Emotional dysregulation as a predictor of peer attachment perceptions of adolescents in residential care
Adolescents who live in residential care tend to have a development characterized by insecure and ambivalent emotional experiences. In addition, they frequently exhibit levels of emotional dysregulation that potentially compromise the quality of their interpersonal relationships. Considering that in this context the peer group has an important role in providing emotional support, the present study aimed to analyse the levels of emotional dysregulation of adolescents living in residential care and to explore its predictive role in the perception of the attachment to peers. The sample is composed of 100 adolescents (71 girls; 29 boys) living in residential care, aged between 12-18 years old. Measures included the Portuguese versions of the Abbreviated Dysregulation Inventory and the Inventory of Parent and Peer Attachment (peer version only). The levels of dysregulation were not high, and adolescents displayed a higher affective than a behavioural dysregulation. Only cognitive dysregulation negatively accounted for the variability of communication, trust and perception of attachment to peers in general. This is understandable, since cognition has an important role in managing negative emotions and controlling their behavioural outputs. Albeit modest, the results encourage the promotion of emotional regulation as a means of fostering secure interpersonal relationships in residential care.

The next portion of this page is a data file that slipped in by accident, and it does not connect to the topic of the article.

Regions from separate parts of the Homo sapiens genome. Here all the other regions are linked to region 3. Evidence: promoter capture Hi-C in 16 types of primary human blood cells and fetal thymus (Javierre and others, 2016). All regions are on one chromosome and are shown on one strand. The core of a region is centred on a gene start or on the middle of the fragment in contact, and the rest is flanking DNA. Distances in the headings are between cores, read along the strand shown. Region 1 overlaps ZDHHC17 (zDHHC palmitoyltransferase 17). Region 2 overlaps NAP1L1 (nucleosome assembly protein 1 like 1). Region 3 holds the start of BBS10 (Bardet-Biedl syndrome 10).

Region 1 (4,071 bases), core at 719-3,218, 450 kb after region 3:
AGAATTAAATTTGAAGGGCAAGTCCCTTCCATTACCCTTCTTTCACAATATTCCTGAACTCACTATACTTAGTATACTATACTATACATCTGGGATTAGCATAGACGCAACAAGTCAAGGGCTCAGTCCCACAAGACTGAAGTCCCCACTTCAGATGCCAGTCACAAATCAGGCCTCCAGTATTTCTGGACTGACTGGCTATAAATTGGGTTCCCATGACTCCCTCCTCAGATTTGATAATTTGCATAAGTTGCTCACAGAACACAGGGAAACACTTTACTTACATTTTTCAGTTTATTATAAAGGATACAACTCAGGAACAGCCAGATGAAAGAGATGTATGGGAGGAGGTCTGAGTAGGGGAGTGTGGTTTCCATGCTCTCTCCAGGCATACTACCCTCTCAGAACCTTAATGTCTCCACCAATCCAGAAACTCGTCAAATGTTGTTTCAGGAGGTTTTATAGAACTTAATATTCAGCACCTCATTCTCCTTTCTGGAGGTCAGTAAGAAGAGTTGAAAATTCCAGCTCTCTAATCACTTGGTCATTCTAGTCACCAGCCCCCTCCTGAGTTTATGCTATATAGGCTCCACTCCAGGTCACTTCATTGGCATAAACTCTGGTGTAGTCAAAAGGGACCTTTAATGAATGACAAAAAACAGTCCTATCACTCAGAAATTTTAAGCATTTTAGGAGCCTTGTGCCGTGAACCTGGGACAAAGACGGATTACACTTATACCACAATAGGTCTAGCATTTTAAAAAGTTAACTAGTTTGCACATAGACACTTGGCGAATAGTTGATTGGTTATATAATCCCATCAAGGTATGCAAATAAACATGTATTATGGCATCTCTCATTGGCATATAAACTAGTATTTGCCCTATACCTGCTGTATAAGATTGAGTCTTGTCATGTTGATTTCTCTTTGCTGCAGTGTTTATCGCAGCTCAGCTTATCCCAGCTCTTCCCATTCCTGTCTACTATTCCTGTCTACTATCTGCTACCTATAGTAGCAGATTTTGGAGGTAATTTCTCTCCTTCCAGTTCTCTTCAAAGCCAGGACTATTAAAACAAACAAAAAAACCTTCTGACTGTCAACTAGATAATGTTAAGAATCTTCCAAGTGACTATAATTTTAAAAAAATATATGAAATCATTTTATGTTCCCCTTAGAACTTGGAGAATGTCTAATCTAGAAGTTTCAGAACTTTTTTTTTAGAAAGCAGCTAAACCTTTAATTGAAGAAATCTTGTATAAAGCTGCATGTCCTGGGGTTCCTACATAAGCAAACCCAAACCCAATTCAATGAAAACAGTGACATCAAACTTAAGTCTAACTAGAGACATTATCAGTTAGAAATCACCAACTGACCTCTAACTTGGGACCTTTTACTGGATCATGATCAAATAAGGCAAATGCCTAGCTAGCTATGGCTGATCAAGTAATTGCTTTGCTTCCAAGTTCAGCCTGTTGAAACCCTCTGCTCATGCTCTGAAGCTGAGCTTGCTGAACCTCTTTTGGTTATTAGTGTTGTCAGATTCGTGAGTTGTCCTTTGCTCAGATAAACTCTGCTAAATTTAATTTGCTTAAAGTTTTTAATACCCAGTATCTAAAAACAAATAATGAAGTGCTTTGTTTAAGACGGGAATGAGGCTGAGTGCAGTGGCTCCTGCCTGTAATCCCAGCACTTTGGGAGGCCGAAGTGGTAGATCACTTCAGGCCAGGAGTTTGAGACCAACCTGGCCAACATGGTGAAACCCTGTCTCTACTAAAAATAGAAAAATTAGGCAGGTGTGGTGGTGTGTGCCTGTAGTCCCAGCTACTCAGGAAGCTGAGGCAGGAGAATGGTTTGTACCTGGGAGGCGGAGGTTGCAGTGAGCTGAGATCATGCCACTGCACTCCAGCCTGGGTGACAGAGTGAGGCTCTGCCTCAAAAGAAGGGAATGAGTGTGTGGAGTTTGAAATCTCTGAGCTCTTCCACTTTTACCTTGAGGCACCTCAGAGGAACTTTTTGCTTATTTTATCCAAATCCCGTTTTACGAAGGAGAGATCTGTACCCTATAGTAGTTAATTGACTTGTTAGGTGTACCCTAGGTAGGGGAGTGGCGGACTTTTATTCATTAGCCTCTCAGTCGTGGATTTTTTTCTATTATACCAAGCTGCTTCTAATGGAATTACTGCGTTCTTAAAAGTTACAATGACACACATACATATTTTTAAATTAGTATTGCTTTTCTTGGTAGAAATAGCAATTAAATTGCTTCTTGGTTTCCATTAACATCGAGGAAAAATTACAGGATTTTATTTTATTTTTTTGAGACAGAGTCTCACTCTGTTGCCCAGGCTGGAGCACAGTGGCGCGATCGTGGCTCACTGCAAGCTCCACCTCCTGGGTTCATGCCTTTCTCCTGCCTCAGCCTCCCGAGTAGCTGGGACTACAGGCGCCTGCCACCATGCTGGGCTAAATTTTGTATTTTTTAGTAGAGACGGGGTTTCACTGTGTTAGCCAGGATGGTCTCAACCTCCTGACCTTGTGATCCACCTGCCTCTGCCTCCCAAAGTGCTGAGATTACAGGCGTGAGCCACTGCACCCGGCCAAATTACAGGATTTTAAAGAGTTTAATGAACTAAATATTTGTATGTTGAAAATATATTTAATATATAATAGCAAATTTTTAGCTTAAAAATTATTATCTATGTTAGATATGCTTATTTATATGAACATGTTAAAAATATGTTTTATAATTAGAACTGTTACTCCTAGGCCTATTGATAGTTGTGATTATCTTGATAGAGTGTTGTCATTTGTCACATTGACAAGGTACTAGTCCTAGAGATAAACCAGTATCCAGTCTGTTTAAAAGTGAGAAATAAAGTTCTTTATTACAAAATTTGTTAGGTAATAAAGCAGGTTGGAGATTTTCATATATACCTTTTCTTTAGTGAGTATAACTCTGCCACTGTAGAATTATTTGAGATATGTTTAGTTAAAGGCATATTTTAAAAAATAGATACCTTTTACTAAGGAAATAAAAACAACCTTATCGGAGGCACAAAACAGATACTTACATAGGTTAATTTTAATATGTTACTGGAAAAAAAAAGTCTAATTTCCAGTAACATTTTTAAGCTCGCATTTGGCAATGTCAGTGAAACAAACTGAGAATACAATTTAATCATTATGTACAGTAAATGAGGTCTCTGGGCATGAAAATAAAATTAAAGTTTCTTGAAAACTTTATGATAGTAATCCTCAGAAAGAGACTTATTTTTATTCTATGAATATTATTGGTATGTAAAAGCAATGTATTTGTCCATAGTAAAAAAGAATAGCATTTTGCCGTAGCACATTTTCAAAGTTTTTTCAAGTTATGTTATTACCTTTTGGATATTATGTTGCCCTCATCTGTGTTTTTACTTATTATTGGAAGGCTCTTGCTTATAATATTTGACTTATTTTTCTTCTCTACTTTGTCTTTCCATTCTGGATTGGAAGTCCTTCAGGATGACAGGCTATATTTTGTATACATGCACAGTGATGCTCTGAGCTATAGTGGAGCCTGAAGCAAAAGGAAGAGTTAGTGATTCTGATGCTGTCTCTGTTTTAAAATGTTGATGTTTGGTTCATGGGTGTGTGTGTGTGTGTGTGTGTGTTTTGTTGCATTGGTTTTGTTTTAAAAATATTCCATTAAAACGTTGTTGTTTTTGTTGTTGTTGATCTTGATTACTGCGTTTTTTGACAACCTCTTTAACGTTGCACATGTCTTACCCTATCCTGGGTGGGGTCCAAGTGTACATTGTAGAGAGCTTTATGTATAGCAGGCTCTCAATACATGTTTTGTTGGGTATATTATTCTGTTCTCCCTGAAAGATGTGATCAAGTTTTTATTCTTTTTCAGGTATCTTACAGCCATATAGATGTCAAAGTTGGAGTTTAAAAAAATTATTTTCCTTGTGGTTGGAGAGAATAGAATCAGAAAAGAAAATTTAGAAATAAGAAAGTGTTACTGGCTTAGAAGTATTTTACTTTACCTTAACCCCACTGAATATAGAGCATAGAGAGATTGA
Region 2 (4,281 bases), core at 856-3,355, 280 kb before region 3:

adolescents; residential care; emotional dysregulation; peer attachment
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